During the event, several panelists shed light on the broader impacts of drone strikes and drone operations on communities. Speaking on behalf of the mandate of the UN Special Rapporteur on Counterterrorism and Human Rights, Ms. Adriana Edmeades pointed out that the framing of appropriate regulatory framework for armed drone use should take into account a wider set of human rights violations, going beyond the arbitrary deprivation of the right to life. Mr. Akbar added that drone operations have not achieved their intended purpose of reducing terrorism, but rather have had the opposite effect, creating more division and hugely impacting entire communities.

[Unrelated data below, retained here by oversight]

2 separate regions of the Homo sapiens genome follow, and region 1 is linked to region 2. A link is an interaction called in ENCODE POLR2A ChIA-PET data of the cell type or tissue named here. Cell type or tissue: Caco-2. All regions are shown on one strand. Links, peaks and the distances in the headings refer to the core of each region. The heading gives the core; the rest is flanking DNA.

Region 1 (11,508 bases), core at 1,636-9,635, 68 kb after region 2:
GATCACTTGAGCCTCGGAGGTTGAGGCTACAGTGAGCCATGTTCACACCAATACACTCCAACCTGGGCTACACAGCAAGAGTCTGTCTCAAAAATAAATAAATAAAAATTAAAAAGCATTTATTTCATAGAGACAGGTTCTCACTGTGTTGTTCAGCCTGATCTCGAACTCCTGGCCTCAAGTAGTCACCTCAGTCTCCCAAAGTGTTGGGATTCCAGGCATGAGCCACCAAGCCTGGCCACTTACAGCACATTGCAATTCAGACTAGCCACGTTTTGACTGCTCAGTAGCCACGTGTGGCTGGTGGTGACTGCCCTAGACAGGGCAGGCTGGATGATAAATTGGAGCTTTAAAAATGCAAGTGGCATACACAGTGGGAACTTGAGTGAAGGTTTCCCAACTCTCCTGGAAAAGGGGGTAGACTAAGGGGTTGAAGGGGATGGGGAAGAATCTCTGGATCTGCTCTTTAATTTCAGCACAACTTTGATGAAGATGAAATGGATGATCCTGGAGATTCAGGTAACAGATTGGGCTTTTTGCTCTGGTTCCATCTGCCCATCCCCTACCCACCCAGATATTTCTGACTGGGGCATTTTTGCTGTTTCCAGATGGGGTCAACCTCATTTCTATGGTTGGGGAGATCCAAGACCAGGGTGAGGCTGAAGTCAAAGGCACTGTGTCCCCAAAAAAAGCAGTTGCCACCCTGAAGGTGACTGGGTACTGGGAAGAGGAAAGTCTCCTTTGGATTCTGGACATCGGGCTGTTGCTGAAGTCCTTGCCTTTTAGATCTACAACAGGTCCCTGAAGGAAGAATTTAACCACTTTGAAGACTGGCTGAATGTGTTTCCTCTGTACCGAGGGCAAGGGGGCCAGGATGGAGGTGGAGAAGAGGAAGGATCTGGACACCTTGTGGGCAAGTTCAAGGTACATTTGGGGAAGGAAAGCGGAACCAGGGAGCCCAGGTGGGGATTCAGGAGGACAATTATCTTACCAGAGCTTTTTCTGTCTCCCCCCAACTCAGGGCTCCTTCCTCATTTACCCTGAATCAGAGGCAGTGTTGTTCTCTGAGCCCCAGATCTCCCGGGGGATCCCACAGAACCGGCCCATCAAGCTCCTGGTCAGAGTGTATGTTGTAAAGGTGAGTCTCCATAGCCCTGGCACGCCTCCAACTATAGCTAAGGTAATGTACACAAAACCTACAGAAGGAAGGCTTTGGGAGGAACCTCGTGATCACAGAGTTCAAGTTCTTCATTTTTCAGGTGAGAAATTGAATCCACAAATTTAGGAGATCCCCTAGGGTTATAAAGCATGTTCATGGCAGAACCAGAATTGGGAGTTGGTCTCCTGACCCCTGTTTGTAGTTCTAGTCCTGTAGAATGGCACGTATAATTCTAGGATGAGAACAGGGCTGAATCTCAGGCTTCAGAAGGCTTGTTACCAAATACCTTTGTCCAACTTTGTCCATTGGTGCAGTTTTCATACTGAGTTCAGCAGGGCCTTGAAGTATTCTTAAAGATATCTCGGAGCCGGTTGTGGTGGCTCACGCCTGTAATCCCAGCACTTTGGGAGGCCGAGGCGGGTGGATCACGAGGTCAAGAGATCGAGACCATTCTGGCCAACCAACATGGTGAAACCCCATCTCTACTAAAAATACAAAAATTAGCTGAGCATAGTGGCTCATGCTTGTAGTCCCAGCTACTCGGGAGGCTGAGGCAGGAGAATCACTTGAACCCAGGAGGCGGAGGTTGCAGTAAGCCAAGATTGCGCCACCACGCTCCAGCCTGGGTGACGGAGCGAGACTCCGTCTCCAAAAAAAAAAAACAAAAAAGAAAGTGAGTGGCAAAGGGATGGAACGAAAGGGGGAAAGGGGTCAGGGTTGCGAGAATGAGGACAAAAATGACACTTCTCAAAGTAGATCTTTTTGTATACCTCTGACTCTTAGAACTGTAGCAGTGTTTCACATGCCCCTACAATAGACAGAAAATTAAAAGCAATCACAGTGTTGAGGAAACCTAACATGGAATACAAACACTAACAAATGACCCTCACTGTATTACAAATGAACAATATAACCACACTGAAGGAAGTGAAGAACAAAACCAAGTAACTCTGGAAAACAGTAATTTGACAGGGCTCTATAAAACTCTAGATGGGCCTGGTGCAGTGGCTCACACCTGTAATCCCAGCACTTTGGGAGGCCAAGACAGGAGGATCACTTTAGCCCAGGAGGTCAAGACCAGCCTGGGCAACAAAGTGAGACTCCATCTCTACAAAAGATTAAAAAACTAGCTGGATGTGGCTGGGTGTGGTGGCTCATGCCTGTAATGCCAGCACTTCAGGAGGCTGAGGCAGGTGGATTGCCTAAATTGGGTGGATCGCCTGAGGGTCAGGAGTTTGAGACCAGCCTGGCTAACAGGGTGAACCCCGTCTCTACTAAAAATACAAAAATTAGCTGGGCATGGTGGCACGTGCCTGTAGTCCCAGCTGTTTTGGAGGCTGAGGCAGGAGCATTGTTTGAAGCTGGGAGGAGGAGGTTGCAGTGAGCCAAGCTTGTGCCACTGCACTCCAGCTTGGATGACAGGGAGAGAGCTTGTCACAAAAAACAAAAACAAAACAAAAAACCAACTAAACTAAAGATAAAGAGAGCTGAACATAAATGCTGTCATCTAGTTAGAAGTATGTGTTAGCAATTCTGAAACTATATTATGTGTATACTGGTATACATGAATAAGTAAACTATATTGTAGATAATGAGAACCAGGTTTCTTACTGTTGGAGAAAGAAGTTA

Ms. Jelia Sane explained that in spite of the disproportionate and long-term effects of armed violence on children, their experiences are often overlooked. She described a case filed by Reprieve and Doughty Street Chambers to challenge six US drone strikes and one Special Operations raid in Yemen, which resulted in many civilian deaths, including children. Due to procedural bars in the US legal system, which has effectively eliminated the right of drone strike victims to access legal remedies, the case was brought before the Inter-American Commission on Human Rights. In addition to an arbitrary deprivation of the right to life, the claimants argued that the psychological harm for the next of kin of the direct victims caused as a direct result of the strike as well as by the constant hovering of drones and the anticipation of future attacks constitute violations of the right to humane treatment. She stressed the importance that lawyers capture all the ways in which drone use affects fundamental rights, which will also increase clients’ chances of access to remedy.